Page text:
Burr believes that the ‘building block’ approach of the ISSB framework will be flexible enough to be adapted across countries with different approaches but at the same time create harmonisation of reporting standards as national and regional regulators could use those building blocks to develop their specific reporting requirements.

But practice lead at Pierpoint Financial Consulting Roy Zimmerhansl highlights that the regional differences in ESG priorities that have hampered standardisation may remain an obstacle in the future.

He notes that Europe has traditionally been more focused on the ‘E’ of ESG than the US, while the approach towards sustainability has varied across Asia. For example, India and China have chosen not to phase out coal in line with much of the rest of the world. “The focus for rules, regulations, penalties and therefore impact will almost certainly always vary over the coming years,” Zimmerhansl says.

Matthew Ayearst, director of sustainability at consultancy group CGI, says: “A single common approach is a little ‘pie in the sky’ when you consider the current paradigm shift globally to a much more fractured and divisive world, shifting power dynamics, and the formation of new blocks of political ideologies and alliances.”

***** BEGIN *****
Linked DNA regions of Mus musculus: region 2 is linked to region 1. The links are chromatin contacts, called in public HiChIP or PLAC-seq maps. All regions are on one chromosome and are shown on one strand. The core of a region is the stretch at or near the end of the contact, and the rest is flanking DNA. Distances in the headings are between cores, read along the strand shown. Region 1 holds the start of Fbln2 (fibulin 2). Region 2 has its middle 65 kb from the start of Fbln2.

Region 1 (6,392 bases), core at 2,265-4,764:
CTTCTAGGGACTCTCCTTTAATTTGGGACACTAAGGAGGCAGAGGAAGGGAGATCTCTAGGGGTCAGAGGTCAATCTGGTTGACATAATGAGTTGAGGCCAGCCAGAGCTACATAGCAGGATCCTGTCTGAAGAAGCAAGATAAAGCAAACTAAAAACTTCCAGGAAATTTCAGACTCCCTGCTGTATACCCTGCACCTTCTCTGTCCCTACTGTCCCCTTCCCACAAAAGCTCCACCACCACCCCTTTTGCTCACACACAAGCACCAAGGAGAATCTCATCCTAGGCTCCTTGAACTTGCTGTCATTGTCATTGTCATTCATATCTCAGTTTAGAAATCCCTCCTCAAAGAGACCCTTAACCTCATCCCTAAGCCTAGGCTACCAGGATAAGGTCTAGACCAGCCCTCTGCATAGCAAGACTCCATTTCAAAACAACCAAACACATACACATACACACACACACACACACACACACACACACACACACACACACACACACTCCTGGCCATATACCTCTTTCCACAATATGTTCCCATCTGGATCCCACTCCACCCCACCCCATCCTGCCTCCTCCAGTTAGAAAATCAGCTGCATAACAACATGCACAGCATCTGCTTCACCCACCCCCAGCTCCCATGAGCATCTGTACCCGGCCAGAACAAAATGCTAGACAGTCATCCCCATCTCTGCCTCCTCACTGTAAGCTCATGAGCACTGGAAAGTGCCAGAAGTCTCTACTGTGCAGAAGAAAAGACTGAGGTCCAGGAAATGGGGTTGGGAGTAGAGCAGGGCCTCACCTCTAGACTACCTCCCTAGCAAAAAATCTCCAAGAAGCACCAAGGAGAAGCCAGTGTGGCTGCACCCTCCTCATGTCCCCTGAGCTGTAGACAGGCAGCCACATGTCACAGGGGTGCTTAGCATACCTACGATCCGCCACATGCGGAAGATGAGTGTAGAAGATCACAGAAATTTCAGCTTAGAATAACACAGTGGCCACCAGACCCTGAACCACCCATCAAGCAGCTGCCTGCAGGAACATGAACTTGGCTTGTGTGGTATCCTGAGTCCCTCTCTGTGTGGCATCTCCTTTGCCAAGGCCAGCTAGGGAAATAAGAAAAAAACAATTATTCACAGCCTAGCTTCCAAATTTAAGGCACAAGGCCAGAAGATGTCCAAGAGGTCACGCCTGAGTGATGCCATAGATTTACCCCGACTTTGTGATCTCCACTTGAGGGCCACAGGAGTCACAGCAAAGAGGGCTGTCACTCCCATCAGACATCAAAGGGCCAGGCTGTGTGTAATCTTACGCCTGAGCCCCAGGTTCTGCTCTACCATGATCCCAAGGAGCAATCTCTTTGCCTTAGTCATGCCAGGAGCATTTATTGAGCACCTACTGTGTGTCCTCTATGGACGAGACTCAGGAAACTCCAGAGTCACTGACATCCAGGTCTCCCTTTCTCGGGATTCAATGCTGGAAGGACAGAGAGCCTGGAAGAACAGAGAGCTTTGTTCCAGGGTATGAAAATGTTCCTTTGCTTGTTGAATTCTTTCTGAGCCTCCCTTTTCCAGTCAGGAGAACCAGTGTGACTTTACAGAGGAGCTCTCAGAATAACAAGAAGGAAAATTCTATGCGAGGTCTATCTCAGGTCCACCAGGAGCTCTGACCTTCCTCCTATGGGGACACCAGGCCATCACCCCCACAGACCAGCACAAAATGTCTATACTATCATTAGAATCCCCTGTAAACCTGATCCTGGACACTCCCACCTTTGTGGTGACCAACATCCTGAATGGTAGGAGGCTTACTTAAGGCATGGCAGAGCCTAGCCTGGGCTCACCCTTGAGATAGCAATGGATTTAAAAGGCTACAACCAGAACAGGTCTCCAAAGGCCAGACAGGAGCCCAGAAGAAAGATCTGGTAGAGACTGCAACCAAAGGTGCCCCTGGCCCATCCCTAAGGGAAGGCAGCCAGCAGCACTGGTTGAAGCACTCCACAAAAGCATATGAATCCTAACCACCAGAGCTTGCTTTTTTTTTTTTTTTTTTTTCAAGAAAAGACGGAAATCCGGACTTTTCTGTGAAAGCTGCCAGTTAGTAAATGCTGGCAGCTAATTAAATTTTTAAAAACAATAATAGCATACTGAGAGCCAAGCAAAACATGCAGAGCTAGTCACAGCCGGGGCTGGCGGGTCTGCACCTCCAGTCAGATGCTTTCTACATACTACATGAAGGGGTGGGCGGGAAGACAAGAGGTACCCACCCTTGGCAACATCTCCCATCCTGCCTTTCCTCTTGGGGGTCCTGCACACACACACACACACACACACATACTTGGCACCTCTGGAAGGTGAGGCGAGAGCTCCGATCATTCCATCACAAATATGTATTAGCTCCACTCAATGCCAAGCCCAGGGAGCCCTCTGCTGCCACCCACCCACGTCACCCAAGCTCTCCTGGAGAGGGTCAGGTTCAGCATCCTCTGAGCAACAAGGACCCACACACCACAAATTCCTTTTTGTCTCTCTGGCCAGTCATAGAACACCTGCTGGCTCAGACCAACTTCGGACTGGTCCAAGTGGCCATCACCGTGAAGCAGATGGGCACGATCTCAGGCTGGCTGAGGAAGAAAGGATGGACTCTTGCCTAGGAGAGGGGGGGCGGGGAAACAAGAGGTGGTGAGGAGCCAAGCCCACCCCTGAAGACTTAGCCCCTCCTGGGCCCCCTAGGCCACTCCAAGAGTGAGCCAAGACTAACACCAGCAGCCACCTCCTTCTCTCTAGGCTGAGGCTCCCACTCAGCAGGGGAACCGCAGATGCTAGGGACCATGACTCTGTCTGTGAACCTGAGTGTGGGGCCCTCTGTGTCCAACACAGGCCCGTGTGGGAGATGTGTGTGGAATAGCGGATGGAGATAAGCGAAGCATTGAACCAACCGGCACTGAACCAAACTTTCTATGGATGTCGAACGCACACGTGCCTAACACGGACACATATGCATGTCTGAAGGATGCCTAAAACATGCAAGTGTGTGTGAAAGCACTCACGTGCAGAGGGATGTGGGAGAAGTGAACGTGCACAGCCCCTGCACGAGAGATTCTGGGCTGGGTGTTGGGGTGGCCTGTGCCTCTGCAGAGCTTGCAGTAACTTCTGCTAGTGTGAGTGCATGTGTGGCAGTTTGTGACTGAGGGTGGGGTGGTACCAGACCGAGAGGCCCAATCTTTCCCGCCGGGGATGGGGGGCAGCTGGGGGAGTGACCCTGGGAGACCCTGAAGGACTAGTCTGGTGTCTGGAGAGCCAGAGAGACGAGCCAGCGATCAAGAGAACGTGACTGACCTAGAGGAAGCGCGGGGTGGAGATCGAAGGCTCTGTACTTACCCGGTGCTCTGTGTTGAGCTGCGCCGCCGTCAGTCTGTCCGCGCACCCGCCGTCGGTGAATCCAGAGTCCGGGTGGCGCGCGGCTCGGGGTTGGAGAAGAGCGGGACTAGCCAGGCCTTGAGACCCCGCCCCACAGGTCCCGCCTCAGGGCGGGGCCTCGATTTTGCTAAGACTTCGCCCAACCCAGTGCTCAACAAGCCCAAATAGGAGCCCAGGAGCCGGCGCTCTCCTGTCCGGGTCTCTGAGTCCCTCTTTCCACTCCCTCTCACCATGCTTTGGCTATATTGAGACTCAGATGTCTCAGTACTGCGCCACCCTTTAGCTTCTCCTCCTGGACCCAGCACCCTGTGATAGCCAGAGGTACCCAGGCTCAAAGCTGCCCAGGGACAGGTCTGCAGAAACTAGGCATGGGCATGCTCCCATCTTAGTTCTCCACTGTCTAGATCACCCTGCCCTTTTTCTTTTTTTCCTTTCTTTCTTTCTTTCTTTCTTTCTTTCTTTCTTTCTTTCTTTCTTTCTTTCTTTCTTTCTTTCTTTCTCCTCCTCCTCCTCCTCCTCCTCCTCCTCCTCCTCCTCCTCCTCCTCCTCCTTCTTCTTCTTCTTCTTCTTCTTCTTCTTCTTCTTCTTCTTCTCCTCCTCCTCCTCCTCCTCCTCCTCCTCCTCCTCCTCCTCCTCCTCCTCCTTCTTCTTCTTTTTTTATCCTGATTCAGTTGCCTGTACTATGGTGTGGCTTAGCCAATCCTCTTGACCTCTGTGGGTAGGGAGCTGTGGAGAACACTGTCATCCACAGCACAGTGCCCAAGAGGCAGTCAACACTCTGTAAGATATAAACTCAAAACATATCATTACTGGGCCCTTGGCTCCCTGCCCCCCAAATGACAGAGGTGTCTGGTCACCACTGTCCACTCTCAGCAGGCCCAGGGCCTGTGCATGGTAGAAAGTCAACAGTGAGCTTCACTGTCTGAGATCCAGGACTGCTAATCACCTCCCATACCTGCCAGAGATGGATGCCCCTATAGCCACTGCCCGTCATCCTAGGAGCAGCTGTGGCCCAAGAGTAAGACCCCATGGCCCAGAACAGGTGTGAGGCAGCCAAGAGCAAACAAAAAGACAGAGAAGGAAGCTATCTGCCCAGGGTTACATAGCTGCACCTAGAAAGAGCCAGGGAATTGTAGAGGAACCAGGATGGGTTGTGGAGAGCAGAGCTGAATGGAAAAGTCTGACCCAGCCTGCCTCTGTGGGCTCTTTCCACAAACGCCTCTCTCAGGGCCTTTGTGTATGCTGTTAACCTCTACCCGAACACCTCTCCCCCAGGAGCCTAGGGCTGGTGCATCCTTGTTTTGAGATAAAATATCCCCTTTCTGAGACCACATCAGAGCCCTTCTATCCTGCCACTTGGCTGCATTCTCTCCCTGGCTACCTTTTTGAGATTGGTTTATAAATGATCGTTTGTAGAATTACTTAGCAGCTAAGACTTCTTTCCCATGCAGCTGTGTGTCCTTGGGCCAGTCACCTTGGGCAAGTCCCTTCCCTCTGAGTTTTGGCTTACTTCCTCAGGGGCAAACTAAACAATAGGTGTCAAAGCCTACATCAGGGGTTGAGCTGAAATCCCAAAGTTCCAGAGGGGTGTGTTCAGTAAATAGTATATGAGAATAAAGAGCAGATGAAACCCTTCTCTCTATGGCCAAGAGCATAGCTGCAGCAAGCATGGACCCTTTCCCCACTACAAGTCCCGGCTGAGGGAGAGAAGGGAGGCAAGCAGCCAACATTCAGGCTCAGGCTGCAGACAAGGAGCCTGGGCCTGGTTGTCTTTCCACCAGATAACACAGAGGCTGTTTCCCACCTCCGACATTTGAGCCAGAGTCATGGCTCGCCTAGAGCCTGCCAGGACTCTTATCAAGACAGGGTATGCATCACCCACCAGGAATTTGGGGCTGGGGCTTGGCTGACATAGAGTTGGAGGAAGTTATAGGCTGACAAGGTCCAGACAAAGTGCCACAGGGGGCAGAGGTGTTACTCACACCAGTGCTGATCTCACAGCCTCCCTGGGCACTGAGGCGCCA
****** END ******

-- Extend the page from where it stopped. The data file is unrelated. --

The proposals

In the US, the SEC’s climate-related disclosure proposal, unveiled in March, requires nearly all companies filing with the SEC to report on their climate-related risks, including greenhouse gas emissions and Scope 1 and 2 carbon emissions, with some provisions for Scope 3 carbon emissions too. 

Unlike the SEC’s focus on investor protection, Efrag’s proposal also considers how companies affect the environment and society. The report notes it has a wider remit than the SEC’s proposal, as it is contained within the EU’s Corporate Sustainability Reporting Directive, which applies to “a broader range of ESG issues extending beyond the SEC’s strict focus on climate”.

In April 2022, Efrag released guidance on a broad range of sustainability related disclosure requirements to the European Commission as part of its final drafting of the CSRD.